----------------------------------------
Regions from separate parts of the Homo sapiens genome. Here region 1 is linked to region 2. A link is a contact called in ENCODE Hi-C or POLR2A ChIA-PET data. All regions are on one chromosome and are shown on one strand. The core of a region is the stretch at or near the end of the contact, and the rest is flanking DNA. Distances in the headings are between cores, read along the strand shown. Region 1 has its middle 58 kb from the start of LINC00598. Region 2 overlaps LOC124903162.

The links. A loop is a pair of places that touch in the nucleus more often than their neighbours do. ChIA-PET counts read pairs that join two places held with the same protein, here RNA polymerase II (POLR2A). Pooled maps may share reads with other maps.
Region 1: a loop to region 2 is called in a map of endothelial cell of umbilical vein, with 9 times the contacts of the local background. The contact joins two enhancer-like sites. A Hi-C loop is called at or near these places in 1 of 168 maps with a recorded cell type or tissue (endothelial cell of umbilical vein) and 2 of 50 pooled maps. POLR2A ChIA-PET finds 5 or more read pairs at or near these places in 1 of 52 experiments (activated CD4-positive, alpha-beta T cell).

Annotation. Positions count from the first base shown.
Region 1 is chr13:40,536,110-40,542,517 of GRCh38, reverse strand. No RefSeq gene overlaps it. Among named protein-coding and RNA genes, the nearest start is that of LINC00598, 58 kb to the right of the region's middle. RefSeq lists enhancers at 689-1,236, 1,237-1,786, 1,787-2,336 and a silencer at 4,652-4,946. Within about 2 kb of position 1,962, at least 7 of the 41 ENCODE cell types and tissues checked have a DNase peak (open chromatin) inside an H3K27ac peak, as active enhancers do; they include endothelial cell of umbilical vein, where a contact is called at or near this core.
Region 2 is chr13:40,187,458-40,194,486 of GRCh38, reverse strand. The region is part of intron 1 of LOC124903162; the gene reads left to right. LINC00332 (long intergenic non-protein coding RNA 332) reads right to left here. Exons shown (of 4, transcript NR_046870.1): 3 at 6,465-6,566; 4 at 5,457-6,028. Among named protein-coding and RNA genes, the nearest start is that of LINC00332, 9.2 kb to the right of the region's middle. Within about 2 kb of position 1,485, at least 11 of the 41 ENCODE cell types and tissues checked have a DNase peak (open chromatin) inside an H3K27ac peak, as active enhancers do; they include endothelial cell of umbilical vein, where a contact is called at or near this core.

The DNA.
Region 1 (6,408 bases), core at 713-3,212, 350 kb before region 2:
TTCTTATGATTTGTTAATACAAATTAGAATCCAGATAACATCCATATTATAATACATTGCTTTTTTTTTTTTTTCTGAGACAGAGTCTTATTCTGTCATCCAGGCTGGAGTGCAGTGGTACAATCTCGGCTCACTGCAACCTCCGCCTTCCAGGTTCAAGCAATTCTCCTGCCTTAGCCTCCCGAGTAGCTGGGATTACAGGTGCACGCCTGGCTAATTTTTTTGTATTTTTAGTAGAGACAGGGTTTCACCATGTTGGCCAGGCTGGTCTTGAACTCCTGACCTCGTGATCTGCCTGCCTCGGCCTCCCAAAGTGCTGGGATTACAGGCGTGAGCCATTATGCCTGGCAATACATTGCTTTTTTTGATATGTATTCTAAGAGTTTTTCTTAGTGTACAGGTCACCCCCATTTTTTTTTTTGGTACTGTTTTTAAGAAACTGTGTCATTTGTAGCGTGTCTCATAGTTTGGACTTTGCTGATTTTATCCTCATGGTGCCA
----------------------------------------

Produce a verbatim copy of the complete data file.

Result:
Regions from separate parts of the Homo sapiens genome. Here region 1 is linked to region 2. A link is a contact called in ENCODE Hi-C or POLR2A ChIA-PET data. All regions are on one chromosome and are shown on one strand. The core of a region is the stretch at or near the end of the contact, and the rest is flanking DNA. Distances in the headings are between cores, read along the strand shown. Region 1 has its middle 58 kb from the start of LINC00598. Region 2 overlaps LOC124903162.

The links. A loop is a pair of places that touch in the nucleus more often than their neighbours do. ChIA-PET counts read pairs that join two places held with the same protein, here RNA polymerase II (POLR2A). Pooled maps may share reads with other maps.
Region 1: a loop to region 2 is called in a map of endothelial cell of umbilical vein, with 9 times the contacts of the local background. The contact joins two enhancer-like sites. A Hi-C loop is called at or near these places in 1 of 168 maps with a recorded cell type or tissue (endothelial cell of umbilical vein) and 2 of 50 pooled maps. POLR2A ChIA-PET finds 5 or more read pairs at or near these places in 1 of 52 experiments (activated CD4-positive, alpha-beta T cell).

Annotation. Positions count from the first base shown.
Region 1 is chr13:40,536,110-40,542,517 of GRCh38, reverse strand. No RefSeq gene overlaps it. Among named protein-coding and RNA genes, the nearest start is that of LINC00598, 58 kb to the right of the region's middle. RefSeq lists enhancers at 689-1,236, 1,237-1,786, 1,787-2,336 and a silencer at 4,652-4,946. Within about 2 kb of position 1,962, at least 7 of the 41 ENCODE cell types and tissues checked have a DNase peak (open chromatin) inside an H3K27ac peak, as active enhancers do; they include endothelial cell of umbilical vein, where a contact is called at or near this core.
Region 2 is chr13:40,187,458-40,194,486 of GRCh38, reverse strand. The region is part of intron 1 of LOC124903162; the gene reads left to right. LINC00332 (long intergenic non-protein coding RNA 332) reads right to left here. Exons shown (of 4, transcript NR_046870.1): 3 at 6,465-6,566; 4 at 5,457-6,028. Among named protein-coding and RNA genes, the nearest start is that of LINC00332, 9.2 kb to the right of the region's middle. Within about 2 kb of position 1,485, at least 11 of the 41 ENCODE cell types and tissues checked have a DNase peak (open chromatin) inside an H3K27ac peak, as active enhancers do; they include endothelial cell of umbilical vein, where a contact is called at or near this core.

The DNA.
Region 1 (6,408 bases), core at 713-3,212, 350 kb before region 2:
TTCTTATGATTTGTTAATACAAATTAGAATCCAGATAACATCCATATTATAATACATTGCTTTTTTTTTTTTTTCTGAGACAGAGTCTTATTCTGTCATCCAGGCTGGAGTGCAGTGGTACAATCTCGGCTCACTGCAACCTCCGCCTTCCAGGTTCAAGCAATTCTCCTGCCTTAGCCTCCCGAGTAGCTGGGATTACAGGTGCACGCCTGGCTAATTTTTTTGTATTTTTAGTAGAGACAGGGTTTCACCATGTTGGCCAGGCTGGTCTTGAACTCCTGACCTCGTGATCTGCCTGCCTCGGCCTCCCAAAGTGCTGGGATTACAGGCGTGAGCCATTATGCCTGGCAATACATTGCTTTTTTTGATATGTATTCTAAGAGTTTTTCTTAGTGTACAGGTCACCCCCATTTTTTTTTTTGGTACTGTTTTTAAGAAACTGTGTCATTTGTAGCGTGTCTCATAGTTTGGACTTTGCTGATTTTATCCTCATGGTGCCA